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Preparation of Refractile Spores of Clostridium thermosaccharolyticum Involves a Solventogenic Phase

By Sandra L. Landuyt and Edward J. Hsu

Abstract

Conversion of vegetative cells of Clostridium thermosaccharolyticum to refractile endospores was achieved by sequential transfer and dilution at each generation, with a final dilution into a sporulation medium that contained xylan supplemented with excess calcium. The subsequent growth was synchronous and resulted in elongated, solventogenic cells that were then shifted to 35°C to permit further differentiation without cell division. The synchronized cells grown in xylan medium supplemented with Ca gluconate produced total solvents that reached 9.63% (vol/vol). One hundred percent of these elongated solventogenic cells (4.84 × 10(9) cells per ml) entered the sporangial stage and continued to differentiate into refractile spores. Only cells sequentially transferred and diluted at a critical time of the growth cycle are synchronized, induced to elongate (≥fourfold), become highly solventogenic in the presence of excess calcium, and are converted to a homogeneous population of refractile spores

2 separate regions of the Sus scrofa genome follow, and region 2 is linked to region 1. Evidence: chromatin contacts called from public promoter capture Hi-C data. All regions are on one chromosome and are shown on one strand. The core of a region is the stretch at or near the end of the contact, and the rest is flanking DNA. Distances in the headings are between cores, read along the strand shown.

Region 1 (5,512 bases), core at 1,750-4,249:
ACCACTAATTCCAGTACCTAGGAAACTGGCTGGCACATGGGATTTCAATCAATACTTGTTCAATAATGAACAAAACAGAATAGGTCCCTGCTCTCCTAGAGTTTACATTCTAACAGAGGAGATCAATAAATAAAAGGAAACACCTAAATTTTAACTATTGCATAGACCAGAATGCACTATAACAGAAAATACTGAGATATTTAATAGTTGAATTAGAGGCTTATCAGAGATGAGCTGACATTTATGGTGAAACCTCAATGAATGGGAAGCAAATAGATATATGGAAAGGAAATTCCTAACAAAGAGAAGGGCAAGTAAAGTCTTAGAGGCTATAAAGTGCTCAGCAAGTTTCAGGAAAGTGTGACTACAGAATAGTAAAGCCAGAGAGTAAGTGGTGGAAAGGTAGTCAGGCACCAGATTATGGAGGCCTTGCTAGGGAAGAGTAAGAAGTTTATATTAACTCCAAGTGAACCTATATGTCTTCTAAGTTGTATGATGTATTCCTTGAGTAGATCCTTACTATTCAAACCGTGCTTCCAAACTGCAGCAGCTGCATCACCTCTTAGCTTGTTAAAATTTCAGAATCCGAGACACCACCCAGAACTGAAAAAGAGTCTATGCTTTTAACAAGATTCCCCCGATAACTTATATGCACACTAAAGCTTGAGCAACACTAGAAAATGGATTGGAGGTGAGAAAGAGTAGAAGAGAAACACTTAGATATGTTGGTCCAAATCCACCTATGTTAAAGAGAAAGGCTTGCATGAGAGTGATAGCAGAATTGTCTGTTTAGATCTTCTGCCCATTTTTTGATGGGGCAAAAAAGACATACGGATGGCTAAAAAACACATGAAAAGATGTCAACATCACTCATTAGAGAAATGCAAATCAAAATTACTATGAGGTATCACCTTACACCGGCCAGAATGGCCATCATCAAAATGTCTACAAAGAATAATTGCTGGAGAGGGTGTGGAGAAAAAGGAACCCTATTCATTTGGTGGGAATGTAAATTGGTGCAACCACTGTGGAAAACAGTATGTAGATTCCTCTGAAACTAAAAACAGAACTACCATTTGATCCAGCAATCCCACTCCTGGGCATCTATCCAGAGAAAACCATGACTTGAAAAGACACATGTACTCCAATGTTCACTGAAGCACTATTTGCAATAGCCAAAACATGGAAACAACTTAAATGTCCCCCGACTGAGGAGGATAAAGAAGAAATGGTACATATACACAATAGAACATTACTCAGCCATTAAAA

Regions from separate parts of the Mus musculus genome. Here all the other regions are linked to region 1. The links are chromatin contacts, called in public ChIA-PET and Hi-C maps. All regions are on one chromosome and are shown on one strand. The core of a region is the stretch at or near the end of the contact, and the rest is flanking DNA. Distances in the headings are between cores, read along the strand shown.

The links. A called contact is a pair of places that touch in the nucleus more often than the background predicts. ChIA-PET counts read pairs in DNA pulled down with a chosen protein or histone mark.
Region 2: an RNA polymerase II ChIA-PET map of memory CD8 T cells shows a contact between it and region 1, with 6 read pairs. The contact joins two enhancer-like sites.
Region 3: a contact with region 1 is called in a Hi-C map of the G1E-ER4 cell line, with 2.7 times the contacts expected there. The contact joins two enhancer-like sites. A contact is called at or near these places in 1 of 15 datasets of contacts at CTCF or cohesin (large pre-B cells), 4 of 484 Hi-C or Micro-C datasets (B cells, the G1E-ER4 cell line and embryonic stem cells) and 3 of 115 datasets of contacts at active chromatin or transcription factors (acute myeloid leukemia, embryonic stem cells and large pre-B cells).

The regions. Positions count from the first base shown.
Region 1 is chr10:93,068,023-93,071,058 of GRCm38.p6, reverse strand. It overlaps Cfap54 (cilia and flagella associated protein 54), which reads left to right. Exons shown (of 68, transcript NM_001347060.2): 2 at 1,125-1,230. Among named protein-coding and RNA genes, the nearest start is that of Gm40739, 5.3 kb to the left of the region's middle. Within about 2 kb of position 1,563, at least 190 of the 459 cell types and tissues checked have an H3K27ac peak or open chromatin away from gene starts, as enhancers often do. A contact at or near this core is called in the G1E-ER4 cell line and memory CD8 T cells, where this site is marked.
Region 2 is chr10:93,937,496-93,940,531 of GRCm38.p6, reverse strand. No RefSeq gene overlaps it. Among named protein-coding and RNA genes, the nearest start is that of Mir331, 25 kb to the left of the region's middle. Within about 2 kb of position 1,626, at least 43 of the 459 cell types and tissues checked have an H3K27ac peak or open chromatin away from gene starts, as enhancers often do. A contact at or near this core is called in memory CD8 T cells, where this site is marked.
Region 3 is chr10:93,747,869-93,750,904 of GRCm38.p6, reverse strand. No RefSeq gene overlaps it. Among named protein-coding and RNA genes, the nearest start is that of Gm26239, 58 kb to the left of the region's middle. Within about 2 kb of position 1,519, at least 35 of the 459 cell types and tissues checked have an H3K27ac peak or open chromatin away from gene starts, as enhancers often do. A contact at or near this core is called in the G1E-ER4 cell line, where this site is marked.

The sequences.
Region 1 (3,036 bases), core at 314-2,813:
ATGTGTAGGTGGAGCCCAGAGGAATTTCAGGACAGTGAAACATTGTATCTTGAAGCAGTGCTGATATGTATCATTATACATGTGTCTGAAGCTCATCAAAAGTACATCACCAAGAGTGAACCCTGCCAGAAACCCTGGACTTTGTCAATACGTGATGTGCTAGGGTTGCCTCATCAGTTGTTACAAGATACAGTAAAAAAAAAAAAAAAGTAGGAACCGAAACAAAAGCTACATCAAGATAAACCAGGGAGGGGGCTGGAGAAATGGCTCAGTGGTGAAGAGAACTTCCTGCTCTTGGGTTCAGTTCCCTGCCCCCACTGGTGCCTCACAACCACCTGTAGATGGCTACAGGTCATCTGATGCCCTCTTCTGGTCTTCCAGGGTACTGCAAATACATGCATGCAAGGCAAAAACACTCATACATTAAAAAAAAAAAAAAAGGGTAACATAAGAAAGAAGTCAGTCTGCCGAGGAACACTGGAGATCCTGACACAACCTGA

Topics: Physiology and Biotechnology
Year: 1992
OAI identifier: oai:pubmedcentral.nih.gov:195686
Provided by: PubMed Central
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